Northeast Georgians joined people nationwide in marching against gun violence on Saturday.
March for Our Lives rallies were held across the United States. The main rally was held in Washington D.C. where an estimated 200,000 people gathered for a student-led protest. Original crowd estimates from organizers had put that number at around 800,000.
They were joined by hundreds of thousands more who took part in approximately 800 sister marches in cities and towns across the country.
The rallies were organized in the wake of the fatal Valentine’s Day shooting at Marjory Stoneman Douglas High School in Parkland, Florida. Since then, students have organized under the social media hash tag “Never Again.” During the D.C. rally, shooting survivors made impassioned pleas to Congress to pass stricter gun control laws.
Some people traveled from Northeast Georgia to participate in the D.C. march.
In Atlanta, about 30,000 people turned out to support the cause. They marched from the Center for Civil and Human Rights to the state capitol.
An estimated crowd of 400 gathered in Athens, according to the Athens Banner Herald. The crowd included students from the University of Georgia, local high school, and elementary schools.
Marchers turned out in rural Georgia, too.
In Clarkesville, people gathered at the gazebo downtown. They carried signs and publicly appealed to lawmakers to do something about the epidemic of gun violence in our nation.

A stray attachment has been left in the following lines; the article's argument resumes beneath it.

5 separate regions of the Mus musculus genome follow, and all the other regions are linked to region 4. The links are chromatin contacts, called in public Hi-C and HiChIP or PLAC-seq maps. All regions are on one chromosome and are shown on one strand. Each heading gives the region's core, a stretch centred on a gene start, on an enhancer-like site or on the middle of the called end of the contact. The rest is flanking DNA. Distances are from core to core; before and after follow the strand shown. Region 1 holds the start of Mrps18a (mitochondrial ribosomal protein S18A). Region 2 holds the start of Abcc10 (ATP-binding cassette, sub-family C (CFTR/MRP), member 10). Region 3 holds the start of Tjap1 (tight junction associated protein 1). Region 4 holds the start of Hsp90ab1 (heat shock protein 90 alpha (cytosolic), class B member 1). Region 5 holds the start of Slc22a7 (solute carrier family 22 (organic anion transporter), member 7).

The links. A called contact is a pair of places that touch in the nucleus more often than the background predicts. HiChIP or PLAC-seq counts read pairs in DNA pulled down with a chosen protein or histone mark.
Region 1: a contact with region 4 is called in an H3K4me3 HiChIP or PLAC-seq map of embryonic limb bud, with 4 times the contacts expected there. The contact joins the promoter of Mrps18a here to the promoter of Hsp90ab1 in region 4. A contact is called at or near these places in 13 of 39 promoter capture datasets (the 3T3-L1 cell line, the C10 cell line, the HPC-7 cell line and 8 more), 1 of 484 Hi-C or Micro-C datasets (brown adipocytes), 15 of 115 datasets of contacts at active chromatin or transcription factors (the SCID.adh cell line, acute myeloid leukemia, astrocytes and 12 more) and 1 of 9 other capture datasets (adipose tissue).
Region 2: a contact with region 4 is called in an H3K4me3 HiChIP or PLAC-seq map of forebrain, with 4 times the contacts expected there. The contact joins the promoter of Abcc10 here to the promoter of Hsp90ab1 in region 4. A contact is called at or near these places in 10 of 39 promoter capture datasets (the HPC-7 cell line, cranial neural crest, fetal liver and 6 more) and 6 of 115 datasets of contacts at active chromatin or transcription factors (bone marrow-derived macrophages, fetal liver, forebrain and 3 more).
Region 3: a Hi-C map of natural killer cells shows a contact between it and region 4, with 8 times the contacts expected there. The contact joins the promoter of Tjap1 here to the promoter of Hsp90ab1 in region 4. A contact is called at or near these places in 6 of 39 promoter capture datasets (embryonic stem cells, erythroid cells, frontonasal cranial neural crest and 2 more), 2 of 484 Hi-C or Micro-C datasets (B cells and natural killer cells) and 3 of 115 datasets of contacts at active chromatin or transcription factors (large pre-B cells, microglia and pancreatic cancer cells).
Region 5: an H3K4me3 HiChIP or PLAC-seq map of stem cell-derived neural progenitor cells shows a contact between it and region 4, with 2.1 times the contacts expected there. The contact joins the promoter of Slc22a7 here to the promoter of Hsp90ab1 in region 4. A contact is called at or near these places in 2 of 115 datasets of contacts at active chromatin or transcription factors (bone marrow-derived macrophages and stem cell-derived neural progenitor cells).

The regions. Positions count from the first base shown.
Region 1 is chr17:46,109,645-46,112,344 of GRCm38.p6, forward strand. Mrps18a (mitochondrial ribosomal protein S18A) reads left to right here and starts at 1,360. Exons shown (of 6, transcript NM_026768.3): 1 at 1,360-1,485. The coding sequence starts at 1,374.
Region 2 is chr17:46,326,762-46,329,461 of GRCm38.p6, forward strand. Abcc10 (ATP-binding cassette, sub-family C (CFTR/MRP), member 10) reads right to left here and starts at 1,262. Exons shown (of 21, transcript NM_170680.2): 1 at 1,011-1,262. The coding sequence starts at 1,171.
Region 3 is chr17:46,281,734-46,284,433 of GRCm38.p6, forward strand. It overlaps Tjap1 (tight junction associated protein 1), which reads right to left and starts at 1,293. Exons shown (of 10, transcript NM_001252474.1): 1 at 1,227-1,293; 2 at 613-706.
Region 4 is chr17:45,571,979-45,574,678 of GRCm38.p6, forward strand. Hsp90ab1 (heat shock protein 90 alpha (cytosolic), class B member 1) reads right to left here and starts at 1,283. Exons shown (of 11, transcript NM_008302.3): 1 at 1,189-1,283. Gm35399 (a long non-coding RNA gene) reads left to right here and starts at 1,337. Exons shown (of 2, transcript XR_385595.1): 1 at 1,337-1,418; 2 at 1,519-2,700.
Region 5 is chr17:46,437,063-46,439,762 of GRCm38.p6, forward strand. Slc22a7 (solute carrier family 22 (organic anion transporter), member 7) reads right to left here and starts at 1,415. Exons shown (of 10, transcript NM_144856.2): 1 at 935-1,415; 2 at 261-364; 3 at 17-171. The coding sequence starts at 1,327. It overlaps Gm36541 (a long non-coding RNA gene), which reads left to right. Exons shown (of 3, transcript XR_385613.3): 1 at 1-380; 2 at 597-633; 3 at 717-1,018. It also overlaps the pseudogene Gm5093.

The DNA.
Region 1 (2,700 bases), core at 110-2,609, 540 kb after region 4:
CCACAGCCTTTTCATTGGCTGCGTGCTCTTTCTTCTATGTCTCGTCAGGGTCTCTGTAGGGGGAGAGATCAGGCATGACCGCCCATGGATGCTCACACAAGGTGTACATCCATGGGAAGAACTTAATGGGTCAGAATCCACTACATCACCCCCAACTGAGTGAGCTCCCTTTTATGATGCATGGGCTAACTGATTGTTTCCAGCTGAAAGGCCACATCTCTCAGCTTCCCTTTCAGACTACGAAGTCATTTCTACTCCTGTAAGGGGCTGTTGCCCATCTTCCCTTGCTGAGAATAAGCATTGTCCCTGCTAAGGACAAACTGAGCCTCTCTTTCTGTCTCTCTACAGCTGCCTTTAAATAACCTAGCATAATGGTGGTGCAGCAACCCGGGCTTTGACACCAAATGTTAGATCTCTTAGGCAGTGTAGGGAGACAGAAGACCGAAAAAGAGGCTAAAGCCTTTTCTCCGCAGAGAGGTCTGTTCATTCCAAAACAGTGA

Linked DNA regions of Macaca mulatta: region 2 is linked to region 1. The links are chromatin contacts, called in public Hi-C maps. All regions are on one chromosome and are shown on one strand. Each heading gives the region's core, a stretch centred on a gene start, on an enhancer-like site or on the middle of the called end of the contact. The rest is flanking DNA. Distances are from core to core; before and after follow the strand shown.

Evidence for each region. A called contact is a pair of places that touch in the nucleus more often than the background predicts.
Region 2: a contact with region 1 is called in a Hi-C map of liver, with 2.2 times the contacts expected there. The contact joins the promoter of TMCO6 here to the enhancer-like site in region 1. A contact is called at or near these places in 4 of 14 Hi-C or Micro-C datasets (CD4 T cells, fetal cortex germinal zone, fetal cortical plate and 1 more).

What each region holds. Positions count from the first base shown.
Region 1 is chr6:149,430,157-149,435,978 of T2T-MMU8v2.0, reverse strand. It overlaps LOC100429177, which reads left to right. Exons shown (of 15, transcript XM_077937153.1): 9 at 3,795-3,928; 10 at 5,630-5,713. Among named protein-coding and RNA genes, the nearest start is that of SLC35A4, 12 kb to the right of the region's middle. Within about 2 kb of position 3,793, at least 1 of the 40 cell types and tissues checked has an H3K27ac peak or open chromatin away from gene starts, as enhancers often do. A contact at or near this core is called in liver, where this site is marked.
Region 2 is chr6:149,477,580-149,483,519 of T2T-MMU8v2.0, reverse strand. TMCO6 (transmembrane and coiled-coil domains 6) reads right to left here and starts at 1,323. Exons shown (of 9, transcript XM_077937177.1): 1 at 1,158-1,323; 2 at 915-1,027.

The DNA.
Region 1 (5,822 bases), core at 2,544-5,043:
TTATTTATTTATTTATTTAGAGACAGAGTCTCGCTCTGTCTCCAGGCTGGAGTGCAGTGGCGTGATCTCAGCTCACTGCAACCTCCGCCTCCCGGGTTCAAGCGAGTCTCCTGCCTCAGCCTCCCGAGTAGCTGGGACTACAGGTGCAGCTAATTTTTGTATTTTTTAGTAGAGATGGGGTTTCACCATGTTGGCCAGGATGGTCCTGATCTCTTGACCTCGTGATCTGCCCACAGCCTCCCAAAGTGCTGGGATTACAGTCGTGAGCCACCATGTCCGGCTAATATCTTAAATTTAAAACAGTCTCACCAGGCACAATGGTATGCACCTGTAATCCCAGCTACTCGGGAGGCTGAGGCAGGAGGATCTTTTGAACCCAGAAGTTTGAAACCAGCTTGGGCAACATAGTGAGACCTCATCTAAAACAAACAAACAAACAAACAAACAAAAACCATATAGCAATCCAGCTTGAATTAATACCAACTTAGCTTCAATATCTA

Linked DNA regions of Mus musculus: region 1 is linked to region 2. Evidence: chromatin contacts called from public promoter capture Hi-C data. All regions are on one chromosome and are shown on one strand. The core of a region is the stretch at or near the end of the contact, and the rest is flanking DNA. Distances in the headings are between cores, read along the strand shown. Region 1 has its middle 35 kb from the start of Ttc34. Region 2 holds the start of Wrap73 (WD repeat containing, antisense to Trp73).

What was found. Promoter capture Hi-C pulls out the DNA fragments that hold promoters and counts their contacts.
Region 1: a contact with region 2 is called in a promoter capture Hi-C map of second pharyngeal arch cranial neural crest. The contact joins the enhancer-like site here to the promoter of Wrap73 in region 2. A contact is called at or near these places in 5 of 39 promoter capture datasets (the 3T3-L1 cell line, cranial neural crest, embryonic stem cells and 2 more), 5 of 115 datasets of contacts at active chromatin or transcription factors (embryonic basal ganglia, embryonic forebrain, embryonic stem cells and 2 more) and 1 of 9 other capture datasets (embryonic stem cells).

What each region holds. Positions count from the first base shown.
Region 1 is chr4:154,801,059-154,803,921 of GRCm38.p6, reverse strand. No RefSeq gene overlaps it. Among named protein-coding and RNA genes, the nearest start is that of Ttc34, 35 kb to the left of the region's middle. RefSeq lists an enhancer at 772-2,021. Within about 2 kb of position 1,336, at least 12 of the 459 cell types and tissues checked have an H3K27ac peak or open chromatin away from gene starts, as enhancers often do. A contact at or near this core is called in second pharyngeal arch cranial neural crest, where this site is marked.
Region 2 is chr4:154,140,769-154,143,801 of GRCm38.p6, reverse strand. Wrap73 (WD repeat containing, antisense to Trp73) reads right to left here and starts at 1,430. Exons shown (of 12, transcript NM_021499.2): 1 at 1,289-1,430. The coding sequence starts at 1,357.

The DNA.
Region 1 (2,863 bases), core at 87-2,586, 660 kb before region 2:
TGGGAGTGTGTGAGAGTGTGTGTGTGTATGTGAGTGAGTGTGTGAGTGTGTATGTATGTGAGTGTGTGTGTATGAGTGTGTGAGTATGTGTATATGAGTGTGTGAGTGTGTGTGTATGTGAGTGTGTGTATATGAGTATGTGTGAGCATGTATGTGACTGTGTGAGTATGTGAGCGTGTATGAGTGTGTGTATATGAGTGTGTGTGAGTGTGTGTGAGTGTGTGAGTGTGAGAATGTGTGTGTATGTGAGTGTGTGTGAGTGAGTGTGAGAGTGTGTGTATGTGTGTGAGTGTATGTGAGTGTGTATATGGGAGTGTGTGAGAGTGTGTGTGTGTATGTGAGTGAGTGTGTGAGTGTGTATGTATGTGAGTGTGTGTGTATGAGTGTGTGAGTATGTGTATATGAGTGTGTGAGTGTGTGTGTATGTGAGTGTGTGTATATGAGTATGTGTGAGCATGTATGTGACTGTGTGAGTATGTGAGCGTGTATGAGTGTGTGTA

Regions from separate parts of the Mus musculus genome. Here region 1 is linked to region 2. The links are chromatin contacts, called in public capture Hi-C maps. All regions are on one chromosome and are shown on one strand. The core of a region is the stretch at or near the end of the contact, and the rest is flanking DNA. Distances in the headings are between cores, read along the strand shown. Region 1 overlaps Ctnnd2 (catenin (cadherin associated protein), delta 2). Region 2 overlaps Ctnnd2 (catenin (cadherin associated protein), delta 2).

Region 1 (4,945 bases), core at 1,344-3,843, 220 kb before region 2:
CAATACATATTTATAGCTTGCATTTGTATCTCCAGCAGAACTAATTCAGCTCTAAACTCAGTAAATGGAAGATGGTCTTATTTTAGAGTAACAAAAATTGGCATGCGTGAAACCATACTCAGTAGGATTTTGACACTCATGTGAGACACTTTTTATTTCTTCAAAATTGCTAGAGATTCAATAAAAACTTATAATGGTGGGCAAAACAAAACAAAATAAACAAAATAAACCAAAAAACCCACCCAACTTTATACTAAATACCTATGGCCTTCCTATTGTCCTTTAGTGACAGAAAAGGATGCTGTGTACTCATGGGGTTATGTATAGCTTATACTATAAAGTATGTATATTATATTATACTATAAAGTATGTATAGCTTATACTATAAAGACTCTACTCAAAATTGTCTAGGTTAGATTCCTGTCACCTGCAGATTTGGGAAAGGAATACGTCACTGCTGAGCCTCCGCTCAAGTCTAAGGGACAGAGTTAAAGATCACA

A similarly sized crowd gathered at the historic courthouse in downtown Dahlonega.
A building wave
The rallies in Georgia are especially notable, considering generally strong southern support for gun rights and the National Rifle Association. One marcher said a few NRA members showed up at the Clarkesville rally on Saturday, but marchers were not deterred.
Josh McCall was among those who attended the Clarkesville rally. McCall, of Martin, Georgia, is running as a Democrat for the 9th District U.S. House seat currently held by Republican Doug Collins of Hall County. “What we saw today was a blue wave – not just of Democrats, but of peace, justice, and goodwill,” says McCall. “This is a tough district to talk gun reform in, but it gets easier when people show up like they did today.”
Clarkesville march organizer Virginia Webb says, “This is not an anti-2nd Amendment movement. We are looking at sensible gun reform that respects the 2nd Amendment.”
Webb says she was heartened by the number of people who turned out Saturday – 170 by organizers’ count. The crowd included students and teachers. “For more than one hour we listened to students from high school and colleges tell of the need to go to school in an environment where they do not worry if someone is going to march into their class and start shooting,” says Webb.
Referring to themselves as “the Mass Shooting Generation” the students who spoke echoed the the sentiment of the day that ‘Enough is Enough.’
“We are on the right side of life, pro-life in fact and not just in our slogans,” McCall says. “We want to save lives from needless danger through sensible gun legislation that preserves our 2nd amendment rights and protects the innocent.”
March for Our Lives
Clarkesville • Dahlonega
Saturday, March 24, 2018
This article has been updated to include revised D.C. crowd estimates